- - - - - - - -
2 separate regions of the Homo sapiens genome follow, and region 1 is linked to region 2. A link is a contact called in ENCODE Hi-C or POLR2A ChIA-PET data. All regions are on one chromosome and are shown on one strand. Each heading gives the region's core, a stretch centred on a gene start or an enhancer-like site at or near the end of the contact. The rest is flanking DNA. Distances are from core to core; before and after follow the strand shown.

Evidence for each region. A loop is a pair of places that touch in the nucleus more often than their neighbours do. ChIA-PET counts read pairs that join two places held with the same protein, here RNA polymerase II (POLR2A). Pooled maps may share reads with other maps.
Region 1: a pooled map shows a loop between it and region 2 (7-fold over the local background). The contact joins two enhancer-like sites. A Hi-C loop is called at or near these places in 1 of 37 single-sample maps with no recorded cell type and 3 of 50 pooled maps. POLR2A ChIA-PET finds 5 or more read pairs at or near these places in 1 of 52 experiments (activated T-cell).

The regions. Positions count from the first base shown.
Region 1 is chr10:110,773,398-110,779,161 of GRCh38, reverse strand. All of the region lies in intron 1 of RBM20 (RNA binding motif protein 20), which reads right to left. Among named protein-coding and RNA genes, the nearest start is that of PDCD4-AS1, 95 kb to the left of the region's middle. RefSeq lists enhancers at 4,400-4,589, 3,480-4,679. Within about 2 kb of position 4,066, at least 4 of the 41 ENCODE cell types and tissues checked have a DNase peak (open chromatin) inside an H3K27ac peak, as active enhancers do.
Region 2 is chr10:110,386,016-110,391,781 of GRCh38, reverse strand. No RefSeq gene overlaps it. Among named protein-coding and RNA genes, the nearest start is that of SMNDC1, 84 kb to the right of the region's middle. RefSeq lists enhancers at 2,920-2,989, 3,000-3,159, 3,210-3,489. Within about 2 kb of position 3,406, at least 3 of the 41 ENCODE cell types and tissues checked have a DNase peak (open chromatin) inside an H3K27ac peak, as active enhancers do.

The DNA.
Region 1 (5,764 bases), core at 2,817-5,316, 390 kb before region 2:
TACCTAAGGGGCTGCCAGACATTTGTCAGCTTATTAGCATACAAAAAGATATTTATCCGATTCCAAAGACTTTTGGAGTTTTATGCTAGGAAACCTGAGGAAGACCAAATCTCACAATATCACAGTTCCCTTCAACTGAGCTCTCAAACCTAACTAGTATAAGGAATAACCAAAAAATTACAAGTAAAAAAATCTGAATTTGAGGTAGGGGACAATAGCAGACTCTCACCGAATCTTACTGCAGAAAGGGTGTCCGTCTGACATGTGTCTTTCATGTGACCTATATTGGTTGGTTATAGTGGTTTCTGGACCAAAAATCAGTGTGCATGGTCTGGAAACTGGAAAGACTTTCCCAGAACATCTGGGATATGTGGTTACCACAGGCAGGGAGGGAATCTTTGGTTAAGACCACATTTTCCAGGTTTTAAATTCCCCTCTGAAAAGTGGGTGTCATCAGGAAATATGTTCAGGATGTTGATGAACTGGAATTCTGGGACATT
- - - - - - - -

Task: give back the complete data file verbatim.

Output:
2 separate regions of the Homo sapiens genome follow, and region 1 is linked to region 2. A link is a contact called in ENCODE Hi-C or POLR2A ChIA-PET data. All regions are on one chromosome and are shown on one strand. Each heading gives the region's core, a stretch centred on a gene start or an enhancer-like site at or near the end of the contact. The rest is flanking DNA. Distances are from core to core; before and after follow the strand shown.

Evidence for each region. A loop is a pair of places that touch in the nucleus more often than their neighbours do. ChIA-PET counts read pairs that join two places held with the same protein, here RNA polymerase II (POLR2A). Pooled maps may share reads with other maps.
Region 1: a pooled map shows a loop between it and region 2 (7-fold over the local background). The contact joins two enhancer-like sites. A Hi-C loop is called at or near these places in 1 of 37 single-sample maps with no recorded cell type and 3 of 50 pooled maps. POLR2A ChIA-PET finds 5 or more read pairs at or near these places in 1 of 52 experiments (activated T-cell).

The regions. Positions count from the first base shown.
Region 1 is chr10:110,773,398-110,779,161 of GRCh38, reverse strand. All of the region lies in intron 1 of RBM20 (RNA binding motif protein 20), which reads right to left. Among named protein-coding and RNA genes, the nearest start is that of PDCD4-AS1, 95 kb to the left of the region's middle. RefSeq lists enhancers at 4,400-4,589, 3,480-4,679. Within about 2 kb of position 4,066, at least 4 of the 41 ENCODE cell types and tissues checked have a DNase peak (open chromatin) inside an H3K27ac peak, as active enhancers do.
Region 2 is chr10:110,386,016-110,391,781 of GRCh38, reverse strand. No RefSeq gene overlaps it. Among named protein-coding and RNA genes, the nearest start is that of SMNDC1, 84 kb to the right of the region's middle. RefSeq lists enhancers at 2,920-2,989, 3,000-3,159, 3,210-3,489. Within about 2 kb of position 3,406, at least 3 of the 41 ENCODE cell types and tissues checked have a DNase peak (open chromatin) inside an H3K27ac peak, as active enhancers do.

The DNA.
Region 1 (5,764 bases), core at 2,817-5,316, 390 kb before region 2:
TACCTAAGGGGCTGCCAGACATTTGTCAGCTTATTAGCATACAAAAAGATATTTATCCGATTCCAAAGACTTTTGGAGTTTTATGCTAGGAAACCTGAGGAAGACCAAATCTCACAATATCACAGTTCCCTTCAACTGAGCTCTCAAACCTAACTAGTATAAGGAATAACCAAAAAATTACAAGTAAAAAAATCTGAATTTGAGGTAGGGGACAATAGCAGACTCTCACCGAATCTTACTGCAGAAAGGGTGTCCGTCTGACATGTGTCTTTCATGTGACCTATATTGGTTGGTTATAGTGGTTTCTGGACCAAAAATCAGTGTGCATGGTCTGGAAACTGGAAAGACTTTCCCAGAACATCTGGGATATGTGGTTACCACAGGCAGGGAGGGAATCTTTGGTTAAGACCACATTTTCCAGGTTTTAAATTCCCCTCTGAAAAGTGGGTGTCATCAGGAAATATGTTCAGGATGTTGATGAACTGGAATTCTGGGACATT